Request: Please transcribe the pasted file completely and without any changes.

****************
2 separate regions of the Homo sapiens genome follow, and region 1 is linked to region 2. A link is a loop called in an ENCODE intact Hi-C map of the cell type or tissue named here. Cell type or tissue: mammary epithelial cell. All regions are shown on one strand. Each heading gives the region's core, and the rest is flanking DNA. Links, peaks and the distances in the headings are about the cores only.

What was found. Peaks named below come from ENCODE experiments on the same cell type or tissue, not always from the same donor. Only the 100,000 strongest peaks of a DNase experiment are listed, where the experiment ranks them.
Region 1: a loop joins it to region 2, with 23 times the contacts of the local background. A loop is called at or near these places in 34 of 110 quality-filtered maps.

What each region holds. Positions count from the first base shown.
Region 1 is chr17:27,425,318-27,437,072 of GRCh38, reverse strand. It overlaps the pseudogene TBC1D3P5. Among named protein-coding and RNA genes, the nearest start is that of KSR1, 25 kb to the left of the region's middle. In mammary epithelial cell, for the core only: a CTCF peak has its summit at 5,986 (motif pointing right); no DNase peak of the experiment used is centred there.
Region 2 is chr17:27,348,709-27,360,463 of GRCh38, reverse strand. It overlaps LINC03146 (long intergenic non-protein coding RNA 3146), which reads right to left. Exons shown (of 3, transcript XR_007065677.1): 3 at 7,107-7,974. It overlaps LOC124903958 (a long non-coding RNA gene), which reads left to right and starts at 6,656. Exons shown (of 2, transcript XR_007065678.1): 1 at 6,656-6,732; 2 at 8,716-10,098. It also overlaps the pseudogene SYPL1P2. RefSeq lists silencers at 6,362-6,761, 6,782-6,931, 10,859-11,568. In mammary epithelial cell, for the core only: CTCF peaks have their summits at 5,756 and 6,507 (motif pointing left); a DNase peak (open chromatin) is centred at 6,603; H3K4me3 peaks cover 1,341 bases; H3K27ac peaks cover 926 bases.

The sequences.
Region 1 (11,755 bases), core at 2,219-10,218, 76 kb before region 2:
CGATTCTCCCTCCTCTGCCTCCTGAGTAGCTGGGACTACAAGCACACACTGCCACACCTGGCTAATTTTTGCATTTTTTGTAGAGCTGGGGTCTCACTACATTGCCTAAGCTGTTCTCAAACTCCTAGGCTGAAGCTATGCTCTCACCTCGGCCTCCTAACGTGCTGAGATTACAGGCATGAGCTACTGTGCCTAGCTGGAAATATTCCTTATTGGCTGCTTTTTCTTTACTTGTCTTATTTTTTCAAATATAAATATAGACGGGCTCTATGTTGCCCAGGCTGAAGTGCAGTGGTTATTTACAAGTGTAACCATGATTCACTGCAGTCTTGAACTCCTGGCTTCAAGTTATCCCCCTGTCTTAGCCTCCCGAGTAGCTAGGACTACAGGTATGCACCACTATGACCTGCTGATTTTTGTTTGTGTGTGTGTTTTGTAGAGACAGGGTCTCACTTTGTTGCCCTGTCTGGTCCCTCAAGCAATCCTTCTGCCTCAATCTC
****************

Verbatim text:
2 separate regions of the Homo sapiens genome follow, and region 1 is linked to region 2. A link is a loop called in an ENCODE intact Hi-C map of the cell type or tissue named here. Cell type or tissue: mammary epithelial cell. All regions are shown on one strand. Each heading gives the region's core, and the rest is flanking DNA. Links, peaks and the distances in the headings are about the cores only.

What was found. Peaks named below come from ENCODE experiments on the same cell type or tissue, not always from the same donor. Only the 100,000 strongest peaks of a DNase experiment are listed, where the experiment ranks them.
Region 1: a loop joins it to region 2, with 23 times the contacts of the local background. A loop is called at or near these places in 34 of 110 quality-filtered maps.

What each region holds. Positions count from the first base shown.
Region 1 is chr17:27,425,318-27,437,072 of GRCh38, reverse strand. It overlaps the pseudogene TBC1D3P5. Among named protein-coding and RNA genes, the nearest start is that of KSR1, 25 kb to the left of the region's middle. In mammary epithelial cell, for the core only: a CTCF peak has its summit at 5,986 (motif pointing right); no DNase peak of the experiment used is centred there.
Region 2 is chr17:27,348,709-27,360,463 of GRCh38, reverse strand. It overlaps LINC03146 (long intergenic non-protein coding RNA 3146), which reads right to left. Exons shown (of 3, transcript XR_007065677.1): 3 at 7,107-7,974. It overlaps LOC124903958 (a long non-coding RNA gene), which reads left to right and starts at 6,656. Exons shown (of 2, transcript XR_007065678.1): 1 at 6,656-6,732; 2 at 8,716-10,098. It also overlaps the pseudogene SYPL1P2. RefSeq lists silencers at 6,362-6,761, 6,782-6,931, 10,859-11,568. In mammary epithelial cell, for the core only: CTCF peaks have their summits at 5,756 and 6,507 (motif pointing left); a DNase peak (open chromatin) is centred at 6,603; H3K4me3 peaks cover 1,341 bases; H3K27ac peaks cover 926 bases.

The sequences.
Region 1 (11,755 bases), core at 2,219-10,218, 76 kb before region 2:
CGATTCTCCCTCCTCTGCCTCCTGAGTAGCTGGGACTACAAGCACACACTGCCACACCTGGCTAATTTTTGCATTTTTTGTAGAGCTGGGGTCTCACTACATTGCCTAAGCTGTTCTCAAACTCCTAGGCTGAAGCTATGCTCTCACCTCGGCCTCCTAACGTGCTGAGATTACAGGCATGAGCTACTGTGCCTAGCTGGAAATATTCCTTATTGGCTGCTTTTTCTTTACTTGTCTTATTTTTTCAAATATAAATATAGACGGGCTCTATGTTGCCCAGGCTGAAGTGCAGTGGTTATTTACAAGTGTAACCATGATTCACTGCAGTCTTGAACTCCTGGCTTCAAGTTATCCCCCTGTCTTAGCCTCCCGAGTAGCTAGGACTACAGGTATGCACCACTATGACCTGCTGATTTTTGTTTGTGTGTGTGTTTTGTAGAGACAGGGTCTCACTTTGTTGCCCTGTCTGGTCCCTCAAGCAATCCTTCTGCCTCAATCTC